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From a group of M employees, N will be selected, at random, [#permalink]
07 Aug 2014, 13:58

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Difficulty:

55% (hard)

Question Stats:

43% (01:49) correct
57% (00:54) wrong based on 54 sessions

From a group of M employees, N will be selected, at random, to sit in a line of N chairs. There are absolutely no restrictions, either in the selection process nor in the order of seating — both are entirely random. What is the probability that the employee Andrew is seated somewhere to the right of employee Georgia? Statement #1: N = 15 Statement #2: N = M

Re: From a group of M employees, N will be selected, at random, [#permalink]
07 Aug 2014, 19:36

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mikemcgarry wrote:

From a group of M employees, N will be selected, at random, to sit in a line of N chairs. There are absolutely no restrictions, either in the selection process nor in the order of seating — both are entirely random. What is the probability that the employee Andrew is seated somewhere to the right of employee Georgia? Statement #1: N = 15 Statement #2: N = M

Statement 1: insufficient since we need to know M to solve for the probability Statement 2: N= M This turns to sit N people into N chairs For A is seated somewhere to the right of employee Georgia, we have (1+ 2+ 3+....+ (n-1)) possibilities To illustrate this, lets say 4 people sit in 4 chairs G in seat 1, A can be seated in 2,3, and 4 ( 3 possibilities) G in seat 2, A can be seated in 3,4 ( 2 possibilities) G in seat 3, A can be seated in 4 only (1 possibility) Sum = 1+ 2+ 3 After G and A are seated, there are (n-2)! possible combination ( for example, in this case, after G and A are seated, there are two seats left, we have 2! possible combination) The total possible combinations for N people in N chairs is N! The possible combinations that meet the requirement is (1+2+3+...(N-1))* (N-2)! = [(N-1)*N/2] * (N-2)! The probability = [(N-1)*N/2] * (N-2)!/N! = [(N-1)*N/2]/ [(N-1)*N] = 1/2 B is the answer. _________________

......................................................................... +1 Kudos please, if you like my post

Re: From a group of M employees, N will be selected, at random, [#permalink]
08 Aug 2014, 00:01

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Mmm:) That's easy.

(1) Not sufficient because we don't know M. (2) Sufficient. You need to arrange N people on N seats in such way that the employee Andrew is seated somewhere to the right of employee Georgia. The main idea that you have the same number of possibilities to put Andrew to the right of Georgia and to put him on the left. Just think that in each case when Andrew to the right of Georgia, you can switch their places. That's why, the probability is 1/2.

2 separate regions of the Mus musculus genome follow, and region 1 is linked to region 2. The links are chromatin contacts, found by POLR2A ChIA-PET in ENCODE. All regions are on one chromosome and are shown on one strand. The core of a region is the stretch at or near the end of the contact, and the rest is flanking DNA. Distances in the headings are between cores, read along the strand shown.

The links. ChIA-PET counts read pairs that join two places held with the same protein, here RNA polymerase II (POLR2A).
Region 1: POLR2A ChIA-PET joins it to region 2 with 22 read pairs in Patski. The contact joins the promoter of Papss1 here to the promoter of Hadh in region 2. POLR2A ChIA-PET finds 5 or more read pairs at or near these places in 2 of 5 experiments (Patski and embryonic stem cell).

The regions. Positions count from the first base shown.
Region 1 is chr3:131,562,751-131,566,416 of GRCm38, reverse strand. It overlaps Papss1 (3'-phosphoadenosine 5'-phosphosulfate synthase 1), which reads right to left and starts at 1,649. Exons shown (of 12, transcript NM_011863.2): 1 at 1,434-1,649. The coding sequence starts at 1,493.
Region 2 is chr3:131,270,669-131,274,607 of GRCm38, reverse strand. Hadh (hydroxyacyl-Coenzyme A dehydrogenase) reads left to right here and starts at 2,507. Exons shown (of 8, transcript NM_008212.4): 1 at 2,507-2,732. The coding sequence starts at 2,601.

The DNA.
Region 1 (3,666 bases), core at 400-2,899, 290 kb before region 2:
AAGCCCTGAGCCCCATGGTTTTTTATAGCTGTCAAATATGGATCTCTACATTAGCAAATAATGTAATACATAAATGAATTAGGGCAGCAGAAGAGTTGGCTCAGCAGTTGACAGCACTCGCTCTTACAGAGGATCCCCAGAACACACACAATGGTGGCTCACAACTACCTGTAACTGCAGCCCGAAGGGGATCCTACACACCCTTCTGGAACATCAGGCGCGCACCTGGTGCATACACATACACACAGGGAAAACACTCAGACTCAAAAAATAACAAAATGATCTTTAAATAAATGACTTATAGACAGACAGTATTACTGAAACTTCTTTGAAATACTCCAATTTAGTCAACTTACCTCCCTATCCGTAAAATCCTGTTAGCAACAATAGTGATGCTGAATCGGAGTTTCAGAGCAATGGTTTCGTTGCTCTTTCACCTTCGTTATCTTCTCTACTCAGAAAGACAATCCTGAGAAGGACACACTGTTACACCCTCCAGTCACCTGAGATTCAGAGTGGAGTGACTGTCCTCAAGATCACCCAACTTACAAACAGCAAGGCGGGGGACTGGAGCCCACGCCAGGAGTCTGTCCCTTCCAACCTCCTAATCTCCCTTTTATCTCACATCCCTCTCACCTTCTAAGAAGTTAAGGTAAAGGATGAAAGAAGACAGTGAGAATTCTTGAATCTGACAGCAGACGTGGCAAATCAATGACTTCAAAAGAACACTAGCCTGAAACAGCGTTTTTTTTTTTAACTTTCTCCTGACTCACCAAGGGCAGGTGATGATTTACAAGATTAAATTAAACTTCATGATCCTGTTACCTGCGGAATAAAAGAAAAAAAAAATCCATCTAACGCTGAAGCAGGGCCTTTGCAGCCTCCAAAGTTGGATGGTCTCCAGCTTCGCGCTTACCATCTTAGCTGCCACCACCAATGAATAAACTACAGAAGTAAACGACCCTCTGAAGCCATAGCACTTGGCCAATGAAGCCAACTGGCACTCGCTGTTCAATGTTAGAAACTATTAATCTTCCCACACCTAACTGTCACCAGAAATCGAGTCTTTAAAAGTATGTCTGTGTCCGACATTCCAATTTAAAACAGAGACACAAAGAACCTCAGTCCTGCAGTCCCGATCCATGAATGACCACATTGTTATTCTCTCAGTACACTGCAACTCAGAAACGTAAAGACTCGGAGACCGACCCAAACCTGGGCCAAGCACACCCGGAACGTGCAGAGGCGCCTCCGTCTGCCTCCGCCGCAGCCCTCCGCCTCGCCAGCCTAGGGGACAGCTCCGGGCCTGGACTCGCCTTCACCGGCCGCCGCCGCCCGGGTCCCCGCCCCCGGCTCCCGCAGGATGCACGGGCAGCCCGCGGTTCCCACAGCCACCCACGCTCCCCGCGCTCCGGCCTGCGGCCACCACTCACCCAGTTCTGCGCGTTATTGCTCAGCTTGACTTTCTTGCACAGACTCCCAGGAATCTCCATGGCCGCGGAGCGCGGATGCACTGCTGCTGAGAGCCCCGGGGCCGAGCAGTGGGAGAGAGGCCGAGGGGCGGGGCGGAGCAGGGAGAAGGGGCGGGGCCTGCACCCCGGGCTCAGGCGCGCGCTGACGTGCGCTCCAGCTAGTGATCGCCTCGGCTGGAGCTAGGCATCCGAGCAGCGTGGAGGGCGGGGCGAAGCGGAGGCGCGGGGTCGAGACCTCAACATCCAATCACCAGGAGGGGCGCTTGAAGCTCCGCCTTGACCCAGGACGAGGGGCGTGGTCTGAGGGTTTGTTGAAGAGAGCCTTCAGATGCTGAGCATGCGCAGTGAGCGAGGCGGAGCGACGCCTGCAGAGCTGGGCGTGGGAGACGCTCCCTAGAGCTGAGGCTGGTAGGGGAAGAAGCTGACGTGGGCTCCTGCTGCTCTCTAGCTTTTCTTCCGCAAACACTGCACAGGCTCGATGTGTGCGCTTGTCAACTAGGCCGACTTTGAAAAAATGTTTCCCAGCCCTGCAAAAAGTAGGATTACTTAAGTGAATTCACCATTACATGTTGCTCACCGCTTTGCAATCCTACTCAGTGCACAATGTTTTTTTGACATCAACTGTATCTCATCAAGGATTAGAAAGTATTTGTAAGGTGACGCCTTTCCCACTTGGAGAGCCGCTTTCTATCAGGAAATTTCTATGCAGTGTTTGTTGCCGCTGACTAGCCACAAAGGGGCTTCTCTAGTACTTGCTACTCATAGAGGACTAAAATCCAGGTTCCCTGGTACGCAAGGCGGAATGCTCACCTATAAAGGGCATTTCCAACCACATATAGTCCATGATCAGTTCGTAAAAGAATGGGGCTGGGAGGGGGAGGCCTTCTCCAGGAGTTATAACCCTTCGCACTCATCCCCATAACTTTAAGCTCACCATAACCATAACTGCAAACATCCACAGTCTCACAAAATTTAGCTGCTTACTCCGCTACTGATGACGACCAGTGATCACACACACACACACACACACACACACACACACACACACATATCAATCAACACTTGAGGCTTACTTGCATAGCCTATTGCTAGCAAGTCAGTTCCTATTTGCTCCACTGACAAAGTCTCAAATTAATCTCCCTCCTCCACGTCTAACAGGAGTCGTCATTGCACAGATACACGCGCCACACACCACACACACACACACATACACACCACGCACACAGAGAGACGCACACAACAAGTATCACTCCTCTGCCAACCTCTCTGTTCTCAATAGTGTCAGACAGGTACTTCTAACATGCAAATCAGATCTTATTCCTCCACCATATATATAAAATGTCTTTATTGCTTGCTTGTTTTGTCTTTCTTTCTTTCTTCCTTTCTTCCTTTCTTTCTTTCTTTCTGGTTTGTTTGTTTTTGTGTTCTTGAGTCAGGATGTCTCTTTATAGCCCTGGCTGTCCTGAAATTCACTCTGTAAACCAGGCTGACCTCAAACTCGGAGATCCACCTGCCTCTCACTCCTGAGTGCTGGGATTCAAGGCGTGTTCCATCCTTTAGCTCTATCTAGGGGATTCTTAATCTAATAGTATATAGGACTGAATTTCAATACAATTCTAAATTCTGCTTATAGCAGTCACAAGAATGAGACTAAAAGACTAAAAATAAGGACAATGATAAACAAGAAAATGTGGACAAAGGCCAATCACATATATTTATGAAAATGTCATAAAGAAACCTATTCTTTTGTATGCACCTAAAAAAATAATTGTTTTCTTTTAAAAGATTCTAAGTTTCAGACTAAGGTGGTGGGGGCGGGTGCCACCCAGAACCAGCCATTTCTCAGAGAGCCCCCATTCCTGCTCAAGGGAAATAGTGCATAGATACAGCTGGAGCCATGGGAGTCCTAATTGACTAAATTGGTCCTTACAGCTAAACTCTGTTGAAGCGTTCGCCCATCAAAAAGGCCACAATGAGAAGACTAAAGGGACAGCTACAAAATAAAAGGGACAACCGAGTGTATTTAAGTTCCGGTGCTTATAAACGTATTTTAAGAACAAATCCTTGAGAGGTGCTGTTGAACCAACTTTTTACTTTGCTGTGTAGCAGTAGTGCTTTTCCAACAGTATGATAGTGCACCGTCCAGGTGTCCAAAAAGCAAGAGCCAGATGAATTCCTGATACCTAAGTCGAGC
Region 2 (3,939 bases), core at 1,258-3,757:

The correct answer is B. _________________

I'm happy, if I make math for you slightly clearer And yes, I like kudos:)

Re: From a group of M employees, N will be selected, at random, [#permalink]
08 Aug 2014, 09:56

Expert's post

Dear smyarga, Good job! You took the very elegant solution to this.

Dear vad3tha, You found the answer via brute force calculations, but recognize that this approach can be costly, in terms of time & energy, on the real GMAT. If you want to achieve a truly elite GMAT score, part of what that requires is the ability to see the elegant solutions that involve few or no calculations. See: http://magoosh.com/gmat/2013/how-to-do- ... th-faster/

Re: From a group of M employees, N will be selected, at random, [#permalink]
10 Aug 2014, 18:39

mikemcgarry wrote:

Dear smyarga, Good job! You took the very elegant solution to this.

Dear vad3tha, You found the answer via brute force calculations, but recognize that this approach can be costly, in terms of time & energy, on the real GMAT. If you want to achieve a truly elite GMAT score, part of what that requires is the ability to see the elegant solutions that involve few or no calculations. See: http://magoosh.com/gmat/2013/how-to-do- ... th-faster/

Does all this make sense? Mike

I agree with you, also. This is not what I did when I first saw the problem. I answered by trying out: 4 people in 4 chairs and 5 people in 5 chairs. I came up with 1/2. I posted this solution afterward in case if ppl want to see the conceptual part the problem. Thanks for reminding me that. _________________

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gmatclubot

Re: From a group of M employees, N will be selected, at random,
[#permalink]
10 Aug 2014, 18:39